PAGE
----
SAT vs. ACT: Which Should I Take?

When you start thinking about applying to college, you will need to strategize your high school course selections, develop your extra-curricular activities, and maintain your grades. And you will also have to take either the SAT or the ACT exam.

Contrary to what you might have heard, you do not need to take both the ACT and SAT; all colleges accept the results of both the SAT and ACT exams. However, choosing the one that suits your learning strengths could considerably boost your college admissions chances.

Pick the test that plays to your strengths.

To determine which test will offer you an opportunity to use more of your strengths (and avoid your weaker areas), you should take a practice test of both the ACT and SAT. Then compare your scores. If one score is considerably higher than the other, you should probably commit to taking the apparently easier test. However, if your scores on both the practice ACT and practice SAT fall in a similar range, before you commit to one or another, consider the following differences between the SAT and ACT:

The SAT offers you…

  • More time per question. If you have trouble with timed tests, the SAT might be the better test for you.
  • Less geometry. The SAT has about a third of the geometry questions that the ACT does. The ACT also includes basic trigonometry questions.
  • Fewer science questions. The SAT doesn’t ignore science; in fact, science concepts appear throughout the exam. But unlike the ACT, the SAT does not have a section dedicated to science. The ACT does.
  • Reading questions in chronological order. The questions on the SAT follow the order of the events in the passage. However, the ACT reading questions often appear in a random order and do not generally follow the order of the content of the passage read. As a result, the SAT reading questions are generally easier to understand and answer than the ACT reading questions.


 The ACT offers you…

  • Less challenging vocabulary: About half the SAT reading passages include words unfamiliar to many students. If you are not at your best when being asked to determine the meaning of words from context clues, you might want to consider the ACT. The SAT also has more vocabulary questions overall.
  • Less dense reading passages. The ACT generally picks reading selections from more contemporary literature than does the SAT. As a result, the sentence structure and cadence of the sentences in the ACT reading section is usually more familiar to the student than that found in many of the SAT reading passages.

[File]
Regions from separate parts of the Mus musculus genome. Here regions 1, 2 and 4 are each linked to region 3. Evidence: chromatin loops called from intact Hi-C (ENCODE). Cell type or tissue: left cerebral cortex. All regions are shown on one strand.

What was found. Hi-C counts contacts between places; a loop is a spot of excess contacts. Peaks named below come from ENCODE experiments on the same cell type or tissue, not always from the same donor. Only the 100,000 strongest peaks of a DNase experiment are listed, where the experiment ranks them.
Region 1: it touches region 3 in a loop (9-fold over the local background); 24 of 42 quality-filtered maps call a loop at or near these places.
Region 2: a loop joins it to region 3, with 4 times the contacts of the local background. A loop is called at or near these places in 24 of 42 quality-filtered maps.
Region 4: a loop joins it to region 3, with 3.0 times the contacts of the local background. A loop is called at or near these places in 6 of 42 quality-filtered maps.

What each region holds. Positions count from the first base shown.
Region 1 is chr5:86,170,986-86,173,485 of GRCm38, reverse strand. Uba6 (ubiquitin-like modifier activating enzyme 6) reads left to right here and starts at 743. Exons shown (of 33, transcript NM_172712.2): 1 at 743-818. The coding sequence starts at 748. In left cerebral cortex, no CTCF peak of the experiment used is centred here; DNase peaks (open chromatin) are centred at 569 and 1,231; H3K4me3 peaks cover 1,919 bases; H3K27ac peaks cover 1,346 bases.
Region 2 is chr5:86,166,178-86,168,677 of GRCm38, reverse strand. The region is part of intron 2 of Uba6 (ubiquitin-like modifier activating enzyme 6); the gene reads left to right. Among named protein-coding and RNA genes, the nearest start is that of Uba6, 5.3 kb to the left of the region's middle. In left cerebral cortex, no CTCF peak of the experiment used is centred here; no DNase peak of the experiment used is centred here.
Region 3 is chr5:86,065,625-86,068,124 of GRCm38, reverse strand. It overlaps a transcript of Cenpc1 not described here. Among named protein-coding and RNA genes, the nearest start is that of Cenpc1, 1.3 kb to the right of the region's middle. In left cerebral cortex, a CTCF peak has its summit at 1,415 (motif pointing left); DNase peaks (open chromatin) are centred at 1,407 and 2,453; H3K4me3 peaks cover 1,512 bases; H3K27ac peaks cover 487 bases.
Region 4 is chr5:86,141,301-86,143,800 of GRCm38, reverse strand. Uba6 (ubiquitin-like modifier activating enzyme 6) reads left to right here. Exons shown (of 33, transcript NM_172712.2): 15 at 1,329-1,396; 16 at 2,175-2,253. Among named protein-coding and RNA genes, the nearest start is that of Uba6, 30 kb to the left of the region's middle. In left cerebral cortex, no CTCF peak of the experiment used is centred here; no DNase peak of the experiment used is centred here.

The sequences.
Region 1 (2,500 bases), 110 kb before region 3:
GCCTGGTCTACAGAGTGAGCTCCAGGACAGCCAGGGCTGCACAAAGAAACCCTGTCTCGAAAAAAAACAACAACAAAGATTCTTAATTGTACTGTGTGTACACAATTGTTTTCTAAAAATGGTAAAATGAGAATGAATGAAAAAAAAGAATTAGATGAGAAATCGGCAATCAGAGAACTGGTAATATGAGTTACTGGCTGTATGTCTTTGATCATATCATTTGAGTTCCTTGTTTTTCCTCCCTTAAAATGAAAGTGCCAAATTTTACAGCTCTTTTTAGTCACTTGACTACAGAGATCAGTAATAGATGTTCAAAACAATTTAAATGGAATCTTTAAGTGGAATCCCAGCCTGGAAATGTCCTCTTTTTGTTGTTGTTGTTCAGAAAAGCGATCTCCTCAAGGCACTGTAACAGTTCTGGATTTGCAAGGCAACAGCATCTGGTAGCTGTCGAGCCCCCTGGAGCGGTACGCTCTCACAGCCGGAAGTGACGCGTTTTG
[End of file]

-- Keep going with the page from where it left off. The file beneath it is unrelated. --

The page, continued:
• Fewer evidence questions. The SAT assesses students’ ability to determine and understand evidence, i.e. supporting information in the read text. The ACT has many fewer evidence-based questions.
  • Subject matter separated into discrete sections. In other words, on the ACT, you will only find science questions in the science section. On the SAT, you will most likely be asked to read about science topics in the reading section and the writing section.
  • More science. The ACT has a discrete science section, and generally includes more science related test question than the SAT.
  • Calculator use throughout the exam. While the SAT prohibits use of calculators during one portion of the math section, the ACT allows you to use your calculator throughout the exam.


So before you commit to taking the ACT or SAT, learn which test will allow you to use more of your strengths and give you opportunities to avoid areas of relative weakness.


Want help deciding if you are an ACT student or a SAT student? Call me! I’m always ready to help you.


Dr. Osborn works with students from all over the world to help them reach their independent, college, and graduate school goals. Through a personal, one-on-one approach, Dr. Osborn creates an individualized plan for each student based on the student’s strengths, passions, and career aspirations. Her holistic approach helps students perform well in school and secure admission to top colleges.  

About The Author

Susan Osborn, Ph.D., has spent 30 years in higher education, in admissions at Vassar College, in the English department and Writing Program at Rutgers University, in the lab at The New Jersey Center for Research on Writing, and as a private tutor. Dr. Osborn is also an award-winning writer and scholar and she brings both her education smarts and her writing smarts to every student relationship.